The Victorian Supreme Court has recently revisited the complexities of double insurance, deciding that the time at which the existence of double insurance is to be considered is whether or not a common liability existed at the time of the relevant occurrence.
The part of the proceeding which was subject of the appeal was a contribution claim, based on double insurance, brought by Zurich against MMI. MMI defended the claim on the basis that there was no double insurance because it could rely upon an 'other insurance' clause which entitled it to deny policy cover. Zurich argued that the 'other insurance' clause was rendered void by section 45 of the Insurance Contracts Act (ICA) which provides, relevantly, that where a provision included in a contract of general insurance has the effect of limiting or excluding the liability of the insurer by reason that the insured has 'entered into' some other contract of insurance, the provision is void.
The 'other insurance' clause in the MMI policy had the effect of converting the policy into an excess of loss policy where the insured was either a party to another contract of insurance covering the same loss or where, although not a party to the other contract of insurance, it was entitled to the benefit of that insurance.
In this case, MMI's insured was not a party to the other contract of insurance (the Zurich policy), but was named in it as a party entitled to benefit.
The Judgment at first instance
The judge at first instance found that section 45 only applied in circumstances where the insured was a contracting party to the other insurance, but that because the 'other insurance' clause in the MMI policy had both a prohibited effect (where the insured was a party to the other insurance contract) and a permitted effect (where the insured was merely a beneficiary under the other policy), the entire clause was rendered void. Zurich's contribution claim therefore succeeded.
The decision of the Court Of Appeal
The trial judge's finding that section 45 of the ICA only applied where the insured was party to the other contract of insurance was not challenged before the Court of Appeal. The Court of Appeal found, however, that the permitted part of the 'other insurance' clause could be severed from the prohibited part with the result that the clause was effective to exclude cover (save for excess of loss) in respect of MMI's insured because it was a beneficiary (but not a contracting party) under the Zurich policy. This defeated Zurich's contribution claim.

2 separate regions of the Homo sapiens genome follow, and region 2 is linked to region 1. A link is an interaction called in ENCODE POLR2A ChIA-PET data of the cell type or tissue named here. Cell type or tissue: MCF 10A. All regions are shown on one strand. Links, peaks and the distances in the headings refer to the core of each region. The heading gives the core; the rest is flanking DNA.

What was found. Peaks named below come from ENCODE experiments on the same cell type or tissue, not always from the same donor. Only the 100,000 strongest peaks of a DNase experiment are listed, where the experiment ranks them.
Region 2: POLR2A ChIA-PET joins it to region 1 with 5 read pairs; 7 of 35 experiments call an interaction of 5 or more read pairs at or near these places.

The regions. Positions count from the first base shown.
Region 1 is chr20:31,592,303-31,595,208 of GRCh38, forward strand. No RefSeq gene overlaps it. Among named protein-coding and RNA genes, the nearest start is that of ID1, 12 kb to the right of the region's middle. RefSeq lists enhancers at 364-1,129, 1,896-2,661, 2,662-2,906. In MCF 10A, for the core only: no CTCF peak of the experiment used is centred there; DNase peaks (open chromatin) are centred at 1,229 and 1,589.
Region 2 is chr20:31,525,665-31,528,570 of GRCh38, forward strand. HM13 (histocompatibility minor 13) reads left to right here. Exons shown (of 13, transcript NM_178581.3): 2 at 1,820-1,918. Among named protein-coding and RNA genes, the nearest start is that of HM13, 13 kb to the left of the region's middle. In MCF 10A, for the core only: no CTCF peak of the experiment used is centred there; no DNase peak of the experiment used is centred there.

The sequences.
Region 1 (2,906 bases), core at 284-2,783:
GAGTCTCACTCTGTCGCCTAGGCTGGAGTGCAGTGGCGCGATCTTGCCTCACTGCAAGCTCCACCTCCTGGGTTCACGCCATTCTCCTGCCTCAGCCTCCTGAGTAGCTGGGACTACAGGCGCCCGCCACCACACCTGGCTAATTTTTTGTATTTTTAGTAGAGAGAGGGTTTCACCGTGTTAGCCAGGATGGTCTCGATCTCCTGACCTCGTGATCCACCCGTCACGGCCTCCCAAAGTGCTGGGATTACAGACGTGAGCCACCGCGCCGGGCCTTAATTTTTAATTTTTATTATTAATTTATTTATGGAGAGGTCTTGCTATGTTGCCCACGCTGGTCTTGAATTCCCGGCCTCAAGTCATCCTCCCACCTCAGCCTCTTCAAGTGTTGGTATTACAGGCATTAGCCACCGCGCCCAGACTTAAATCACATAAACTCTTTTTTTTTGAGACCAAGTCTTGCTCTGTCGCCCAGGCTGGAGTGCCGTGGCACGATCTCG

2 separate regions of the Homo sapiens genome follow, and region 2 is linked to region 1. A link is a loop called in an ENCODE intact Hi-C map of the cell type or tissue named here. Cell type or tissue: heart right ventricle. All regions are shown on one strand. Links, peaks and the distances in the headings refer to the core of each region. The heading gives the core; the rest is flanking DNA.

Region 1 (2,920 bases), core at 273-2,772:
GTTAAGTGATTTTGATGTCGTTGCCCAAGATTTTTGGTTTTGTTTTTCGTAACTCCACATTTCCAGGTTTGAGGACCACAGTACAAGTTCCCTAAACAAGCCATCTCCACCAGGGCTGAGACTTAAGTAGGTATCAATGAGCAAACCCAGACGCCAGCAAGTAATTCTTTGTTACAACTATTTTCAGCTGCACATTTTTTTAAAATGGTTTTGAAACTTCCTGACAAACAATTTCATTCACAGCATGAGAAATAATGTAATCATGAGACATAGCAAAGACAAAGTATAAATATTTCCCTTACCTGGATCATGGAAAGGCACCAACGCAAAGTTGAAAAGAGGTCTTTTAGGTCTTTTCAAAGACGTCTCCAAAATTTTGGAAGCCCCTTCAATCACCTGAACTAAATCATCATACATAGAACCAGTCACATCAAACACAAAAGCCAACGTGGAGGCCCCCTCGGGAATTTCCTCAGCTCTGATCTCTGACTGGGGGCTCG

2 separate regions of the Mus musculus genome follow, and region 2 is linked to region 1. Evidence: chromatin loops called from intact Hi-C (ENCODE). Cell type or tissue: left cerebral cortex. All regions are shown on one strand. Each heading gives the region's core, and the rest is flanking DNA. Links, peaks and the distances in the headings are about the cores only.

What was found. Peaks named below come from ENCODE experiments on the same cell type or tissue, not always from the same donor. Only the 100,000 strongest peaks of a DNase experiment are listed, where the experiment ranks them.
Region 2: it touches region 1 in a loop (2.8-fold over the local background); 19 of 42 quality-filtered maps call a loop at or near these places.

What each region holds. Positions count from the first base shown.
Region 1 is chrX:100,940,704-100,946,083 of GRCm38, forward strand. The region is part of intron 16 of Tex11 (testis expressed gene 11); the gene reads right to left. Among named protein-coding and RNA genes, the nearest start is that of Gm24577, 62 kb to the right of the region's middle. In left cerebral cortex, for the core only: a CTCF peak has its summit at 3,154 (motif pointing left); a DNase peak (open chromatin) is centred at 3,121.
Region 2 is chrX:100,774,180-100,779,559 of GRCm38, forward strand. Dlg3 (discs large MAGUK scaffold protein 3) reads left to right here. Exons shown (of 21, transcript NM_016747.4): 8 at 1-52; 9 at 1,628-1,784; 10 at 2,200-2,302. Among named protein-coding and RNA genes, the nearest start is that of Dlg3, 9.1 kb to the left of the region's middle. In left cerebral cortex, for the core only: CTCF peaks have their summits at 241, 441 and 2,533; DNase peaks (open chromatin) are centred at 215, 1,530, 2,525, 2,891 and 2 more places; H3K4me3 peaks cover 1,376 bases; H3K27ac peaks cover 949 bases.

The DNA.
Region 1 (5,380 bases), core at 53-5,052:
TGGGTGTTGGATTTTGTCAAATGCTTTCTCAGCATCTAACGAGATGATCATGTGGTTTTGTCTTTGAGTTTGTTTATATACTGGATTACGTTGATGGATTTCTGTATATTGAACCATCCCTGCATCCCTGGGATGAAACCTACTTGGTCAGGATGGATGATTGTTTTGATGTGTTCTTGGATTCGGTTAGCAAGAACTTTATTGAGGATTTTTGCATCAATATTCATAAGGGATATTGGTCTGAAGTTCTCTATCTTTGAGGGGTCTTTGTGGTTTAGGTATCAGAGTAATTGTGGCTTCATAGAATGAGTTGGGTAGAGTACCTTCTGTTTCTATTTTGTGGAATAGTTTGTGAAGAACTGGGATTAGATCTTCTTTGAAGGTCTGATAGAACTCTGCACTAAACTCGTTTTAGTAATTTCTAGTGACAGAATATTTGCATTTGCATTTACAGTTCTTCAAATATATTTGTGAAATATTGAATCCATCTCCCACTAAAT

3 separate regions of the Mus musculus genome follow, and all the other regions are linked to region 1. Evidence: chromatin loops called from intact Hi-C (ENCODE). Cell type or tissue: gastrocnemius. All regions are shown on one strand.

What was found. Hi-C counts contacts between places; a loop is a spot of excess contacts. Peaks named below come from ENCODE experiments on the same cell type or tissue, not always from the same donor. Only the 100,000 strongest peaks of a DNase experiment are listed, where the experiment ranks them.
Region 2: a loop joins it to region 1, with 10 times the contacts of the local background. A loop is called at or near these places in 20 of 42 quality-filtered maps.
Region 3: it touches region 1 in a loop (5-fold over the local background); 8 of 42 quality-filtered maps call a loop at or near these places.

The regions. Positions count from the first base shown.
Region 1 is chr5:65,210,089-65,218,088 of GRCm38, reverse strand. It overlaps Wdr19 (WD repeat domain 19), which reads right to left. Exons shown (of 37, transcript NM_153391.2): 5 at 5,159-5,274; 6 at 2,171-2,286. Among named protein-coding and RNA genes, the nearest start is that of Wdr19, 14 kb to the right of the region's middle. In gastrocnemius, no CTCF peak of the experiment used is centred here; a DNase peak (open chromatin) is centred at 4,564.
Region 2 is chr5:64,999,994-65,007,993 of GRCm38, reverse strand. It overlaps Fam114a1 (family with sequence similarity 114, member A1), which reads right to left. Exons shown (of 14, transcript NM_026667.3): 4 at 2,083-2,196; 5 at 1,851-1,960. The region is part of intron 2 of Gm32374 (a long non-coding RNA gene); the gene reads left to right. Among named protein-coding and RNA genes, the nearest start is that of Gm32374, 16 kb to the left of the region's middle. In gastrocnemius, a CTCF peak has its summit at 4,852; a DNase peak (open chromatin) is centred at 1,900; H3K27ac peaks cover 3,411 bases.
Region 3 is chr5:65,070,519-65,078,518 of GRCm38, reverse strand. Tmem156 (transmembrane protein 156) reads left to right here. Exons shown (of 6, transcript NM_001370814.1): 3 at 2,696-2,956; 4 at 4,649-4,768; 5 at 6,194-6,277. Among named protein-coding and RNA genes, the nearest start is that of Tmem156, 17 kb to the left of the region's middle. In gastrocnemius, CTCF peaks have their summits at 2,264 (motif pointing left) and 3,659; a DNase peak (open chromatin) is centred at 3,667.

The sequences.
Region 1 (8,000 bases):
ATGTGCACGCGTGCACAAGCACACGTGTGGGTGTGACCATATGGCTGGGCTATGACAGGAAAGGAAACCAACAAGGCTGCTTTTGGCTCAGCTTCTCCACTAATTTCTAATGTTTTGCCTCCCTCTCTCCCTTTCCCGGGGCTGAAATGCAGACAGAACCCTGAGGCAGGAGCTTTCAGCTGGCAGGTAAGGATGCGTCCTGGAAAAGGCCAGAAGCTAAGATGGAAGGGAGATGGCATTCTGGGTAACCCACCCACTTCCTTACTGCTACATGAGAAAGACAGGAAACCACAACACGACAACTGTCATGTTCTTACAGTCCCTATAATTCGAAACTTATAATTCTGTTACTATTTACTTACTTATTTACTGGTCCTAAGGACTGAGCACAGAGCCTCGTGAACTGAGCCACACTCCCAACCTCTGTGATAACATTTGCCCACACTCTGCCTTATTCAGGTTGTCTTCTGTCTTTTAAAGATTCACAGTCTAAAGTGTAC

The Court's decision in this case is relatively straightforward. However, it is important to have an understanding of the complex factual matrix with events leading to this case to appreciate what issues were before the Court.
The catalyst of the series of proceedings which preceded this case was the resulting damage caused to a large screen at the 1998 Grand Prix when the structure supporting it collapsed. Screenco had been retained to provide the screen. Screenco sub-contracted the scaffolding to a company, Dew, and Dew in turn subcontracted the works to Steele. The scaffolding failed and Screenco sued Steele and Dew in the NSW Supreme Court.
Steele held a liability insurance policy with a company in the HIH group (HIH). HIH accepted Steele's claim for indemnity. HIH paid a certain amount of Steele's defence costs prior to its liquidation ('the HIH defence costs'). Steele then assigned his rights under the HIH policy and his rights against any third party to HIH Claims Support Limited (HCSL), the Scheme established by the Commonwealth government to assist HIH insureds. In return, HCSL agreed to pay 90% of any award against Steele and 90% of his own defence costs, with Steele responsible for paying the balance.